The Cult of the Game: Osu! Tatakae! Ouendan! vs. Elite Beat Agents
March 15, 2009, 10:34 pm
Filed under: The Cult of the Game

For all the Nintendo DS’s worth few games really take advantage of it. Oh sure you can say that a lot of interface improvements have been made but take a title like Phoenix Wright, certainly enhanced by the stylus, and yet in all honesty doesn’t really NEED it explicitly. Noble efforts all around for DS game designers and I do think it’s one of the best systems of all time but I really wish some companies would try to flex the systems touch screen muscle. We’ve had some great shining examples like The World Ends With You, Metroid Prime Hunters and all but we need MORE of that, they definitely seem to be in the minority than the majority.

Rhythm games would seem perfect for the DS. With the touch pad interface you should be able to come up with some nifty mechanics that work well in the genre. The hard part at this point then it to make the game compelling, make it too simple and you might as well be playing Flash Flash Revolution, too convoluted and you’ll end up with a diluted messs like Guitar Hero on Tour. The sort of rhythm game that would work on the DS needs to have the balance of elements, simple design in terms of gameplay but be compelling to be worth the price of admission.

It took Japanese developer iNiS, then known for the great yet brutally difficult Gitaroo Man games, to bring such a game to the Nintendo DS. Osu! Tatakae! Ouendan! Released by Nintendo for the DS in the summer of 2005, was as simple a concept for a DS rhythm game as you can get. During the course of the game small numbered circles would appear on the touch screen, as their “beat” came up (indicated by another circle slowly shrinking to the size of the numbered circle) you would need to tap them at the correct time in the correct order. To break up the monotony sliders and spinners get involved. Your object to is to not miss as many beats to prevent a ever draining life bar at the top of the screen from depleting. Perfect beats add more health while missed beats will cause you to lose health. A little hard to explain with words but the below video should more than explain it.

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The Cult of the Game: Sin and Punishment
March 8, 2009, 10:22 pm
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Importing seems to be dead these days. With the global nature video games have become few gems of games are rarely released exclusively to a single region. While importers in the past would clamor for games like Parodius, Snatcher and fighting games based on the Dragon Ball Z and Ranma licenses nowadays games that may seem too “Japanesecentric” or based off major anime titles get released here with some level of regularity. Much of this is to the Kudos of publishers like Atlus who see the massive cult followings these games have and reward the loyal fanbase by releasing titles like Odin Sphere, Diagaea and Persona for the masses. Even if titles aren’t released on this side of the ocean thanks to the internet it’s easy to e-mail imported games and with most systems having loose legion locking measures it’s often fairly painless to get these games running on your system.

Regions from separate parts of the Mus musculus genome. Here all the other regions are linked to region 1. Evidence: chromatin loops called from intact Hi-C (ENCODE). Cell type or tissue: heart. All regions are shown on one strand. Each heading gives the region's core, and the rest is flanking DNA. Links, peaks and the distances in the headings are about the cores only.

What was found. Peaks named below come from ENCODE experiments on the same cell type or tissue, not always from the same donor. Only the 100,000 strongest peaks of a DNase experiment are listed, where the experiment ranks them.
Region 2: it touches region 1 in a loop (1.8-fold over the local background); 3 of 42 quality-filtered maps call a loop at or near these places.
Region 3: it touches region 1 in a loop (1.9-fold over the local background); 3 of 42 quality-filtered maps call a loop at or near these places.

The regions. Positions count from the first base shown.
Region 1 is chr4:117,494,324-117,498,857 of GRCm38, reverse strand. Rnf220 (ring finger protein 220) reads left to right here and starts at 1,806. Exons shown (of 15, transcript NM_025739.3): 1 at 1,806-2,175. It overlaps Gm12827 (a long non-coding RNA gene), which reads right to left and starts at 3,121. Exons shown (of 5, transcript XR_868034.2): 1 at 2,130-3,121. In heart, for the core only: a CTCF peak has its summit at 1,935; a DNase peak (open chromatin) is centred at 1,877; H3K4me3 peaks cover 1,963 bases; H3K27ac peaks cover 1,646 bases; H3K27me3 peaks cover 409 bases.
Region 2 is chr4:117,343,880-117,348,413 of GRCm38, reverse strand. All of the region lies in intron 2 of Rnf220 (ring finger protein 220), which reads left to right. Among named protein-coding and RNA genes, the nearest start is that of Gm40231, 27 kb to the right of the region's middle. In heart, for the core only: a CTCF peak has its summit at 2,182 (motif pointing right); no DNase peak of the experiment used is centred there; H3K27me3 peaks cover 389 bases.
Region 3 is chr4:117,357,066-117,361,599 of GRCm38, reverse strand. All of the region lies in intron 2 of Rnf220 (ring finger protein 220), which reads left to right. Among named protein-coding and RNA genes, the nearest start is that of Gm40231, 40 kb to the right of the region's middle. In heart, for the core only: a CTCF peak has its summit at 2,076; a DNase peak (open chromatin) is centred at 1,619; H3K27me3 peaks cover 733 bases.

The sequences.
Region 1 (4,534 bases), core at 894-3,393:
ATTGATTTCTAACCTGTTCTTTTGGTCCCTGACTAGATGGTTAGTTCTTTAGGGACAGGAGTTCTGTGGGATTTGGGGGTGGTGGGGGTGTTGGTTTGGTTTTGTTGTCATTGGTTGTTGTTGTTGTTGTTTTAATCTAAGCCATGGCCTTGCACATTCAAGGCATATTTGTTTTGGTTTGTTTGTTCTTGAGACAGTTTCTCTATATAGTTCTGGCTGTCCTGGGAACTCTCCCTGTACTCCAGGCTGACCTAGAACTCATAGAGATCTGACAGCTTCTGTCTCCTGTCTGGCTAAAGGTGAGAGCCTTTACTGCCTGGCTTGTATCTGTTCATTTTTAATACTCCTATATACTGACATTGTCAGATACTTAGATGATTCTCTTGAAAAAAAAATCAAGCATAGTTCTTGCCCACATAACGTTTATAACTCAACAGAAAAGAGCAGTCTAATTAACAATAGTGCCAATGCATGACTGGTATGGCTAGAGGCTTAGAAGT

This wasn’t the case during the 90’s, where the video game import scene was starting to build steam. Many people had to find specialty retailers in their area, most of them Asian run shops that would get games for their customers who had brought over systems from Asian territories. Failing that most would have to go through mail order services from the backs of video game magazines. From here many import superstars came to be and one of the biggest import only games for a long time and one of those last superstars was Sin and Punishment for the Nintendo 64.

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The Cult of the Game: Startropics
March 2, 2009, 12:14 am
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It may seem odd but this month is the Cult of Nintendo month. I say odd because in all honesty few companies are as consistent at releasing top selling AAA titles as the big N. From old classics like Zelda, Mario and Metroid, to new franchsies like Pokemon, Animal Crossing and Nintendogs it always seems Nintendo is able to touch anything and turn it into franchise gold destined to sell millions along its many consoles.

However Nintendo is a company about good gameplay first, and as the Cult of the Game shows being good doesn’t always mean you’ll be popular. Odd settings, difficult (at first) game mechanics and lack of availability have caused a number of Nintendo’s first party titles to slip under the Big N’s and consumer’s radar and have created wonderful cult games.

The creation of Startropic was an odd birth. Directed by Genyo Takeda who had originally worked on Punch Out!! Startropics was developed in Japan but never released there. The game was an answer to the growing North American and European markets. While games were becoming hugely popular in both regions many US publishers at he time had a large amount of xenophobia to games from Japan which sometimes were steeped in Japanese ideals and pop culture they felt would turn off gamers. Startropics was an early attempt to design a game with western audiences in mind only and was released only in North America and Europe.